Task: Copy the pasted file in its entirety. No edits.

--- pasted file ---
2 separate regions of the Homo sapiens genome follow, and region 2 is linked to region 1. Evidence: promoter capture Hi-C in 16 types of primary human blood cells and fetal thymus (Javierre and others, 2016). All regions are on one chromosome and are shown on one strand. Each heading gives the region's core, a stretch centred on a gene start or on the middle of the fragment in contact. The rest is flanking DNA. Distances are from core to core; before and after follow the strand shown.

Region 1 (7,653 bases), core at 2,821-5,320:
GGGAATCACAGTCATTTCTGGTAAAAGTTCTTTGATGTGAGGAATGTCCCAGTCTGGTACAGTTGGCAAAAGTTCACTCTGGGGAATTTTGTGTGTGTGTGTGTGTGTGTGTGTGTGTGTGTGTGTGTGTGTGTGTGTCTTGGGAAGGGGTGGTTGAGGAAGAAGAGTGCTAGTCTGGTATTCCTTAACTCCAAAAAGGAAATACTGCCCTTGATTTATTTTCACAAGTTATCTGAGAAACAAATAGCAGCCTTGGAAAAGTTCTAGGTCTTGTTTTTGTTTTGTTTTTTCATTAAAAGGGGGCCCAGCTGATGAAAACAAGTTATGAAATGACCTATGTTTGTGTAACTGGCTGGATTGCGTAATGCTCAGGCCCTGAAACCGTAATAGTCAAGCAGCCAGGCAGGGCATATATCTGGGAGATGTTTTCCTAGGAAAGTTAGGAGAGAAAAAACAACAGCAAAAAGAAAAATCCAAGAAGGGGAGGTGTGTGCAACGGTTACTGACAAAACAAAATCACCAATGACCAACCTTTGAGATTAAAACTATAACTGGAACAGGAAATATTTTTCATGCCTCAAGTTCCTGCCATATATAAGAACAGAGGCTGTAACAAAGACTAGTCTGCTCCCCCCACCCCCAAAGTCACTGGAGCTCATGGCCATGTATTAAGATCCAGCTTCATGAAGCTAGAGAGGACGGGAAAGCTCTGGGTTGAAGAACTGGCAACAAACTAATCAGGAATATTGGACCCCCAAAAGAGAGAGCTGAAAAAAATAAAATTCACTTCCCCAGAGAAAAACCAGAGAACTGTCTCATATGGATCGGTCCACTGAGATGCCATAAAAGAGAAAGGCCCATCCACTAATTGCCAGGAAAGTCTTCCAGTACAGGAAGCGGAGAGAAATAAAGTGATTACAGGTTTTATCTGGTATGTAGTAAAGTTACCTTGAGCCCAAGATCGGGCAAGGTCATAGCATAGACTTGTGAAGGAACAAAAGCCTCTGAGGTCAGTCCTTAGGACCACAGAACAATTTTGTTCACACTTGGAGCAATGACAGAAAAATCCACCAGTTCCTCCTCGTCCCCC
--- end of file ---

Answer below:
2 separate regions of the Homo sapiens genome follow, and region 2 is linked to region 1. Evidence: promoter capture Hi-C in 16 types of primary human blood cells and fetal thymus (Javierre and others, 2016). All regions are on one chromosome and are shown on one strand. Each heading gives the region's core, a stretch centred on a gene start or on the middle of the fragment in contact. The rest is flanking DNA. Distances are from core to core; before and after follow the strand shown.

Region 1 (7,653 bases), core at 2,821-5,320:
GGGAATCACAGTCATTTCTGGTAAAAGTTCTTTGATGTGAGGAATGTCCCAGTCTGGTACAGTTGGCAAAAGTTCACTCTGGGGAATTTTGTGTGTGTGTGTGTGTGTGTGTGTGTGTGTGTGTGTGTGTGTGTGTGTCTTGGGAAGGGGTGGTTGAGGAAGAAGAGTGCTAGTCTGGTATTCCTTAACTCCAAAAAGGAAATACTGCCCTTGATTTATTTTCACAAGTTATCTGAGAAACAAATAGCAGCCTTGGAAAAGTTCTAGGTCTTGTTTTTGTTTTGTTTTTTCATTAAAAGGGGGCCCAGCTGATGAAAACAAGTTATGAAATGACCTATGTTTGTGTAACTGGCTGGATTGCGTAATGCTCAGGCCCTGAAACCGTAATAGTCAAGCAGCCAGGCAGGGCATATATCTGGGAGATGTTTTCCTAGGAAAGTTAGGAGAGAAAAAACAACAGCAAAAAGAAAAATCCAAGAAGGGGAGGTGTGTGCAACGGTTACTGACAAAACAAAATCACCAATGACCAACCTTTGAGATTAAAACTATAACTGGAACAGGAAATATTTTTCATGCCTCAAGTTCCTGCCATATATAAGAACAGAGGCTGTAACAAAGACTAGTCTGCTCCCCCCACCCCCAAAGTCACTGGAGCTCATGGCCATGTATTAAGATCCAGCTTCATGAAGCTAGAGAGGACGGGAAAGCTCTGGGTTGAAGAACTGGCAACAAACTAATCAGGAATATTGGACCCCCAAAAGAGAGAGCTGAAAAAAATAAAATTCACTTCCCCAGAGAAAAACCAGAGAACTGTCTCATATGGATCGGTCCACTGAGATGCCATAAAAGAGAAAGGCCCATCCACTAATTGCCAGGAAAGTCTTCCAGTACAGGAAGCGGAGAGAAATAAAGTGATTACAGGTTTTATCTGGTATGTAGTAAAGTTACCTTGAGCCCAAGATCGGGCAAGGTCATAGCATAGACTTGTGAAGGAACAAAAGCCTCTGAGGTCAGTCCTTAGGACCACAGAACAATTTTGTTCACACTTGGAGCAATGACAGAAAAATCCACCAGTTCCTCCTCGTCCCCC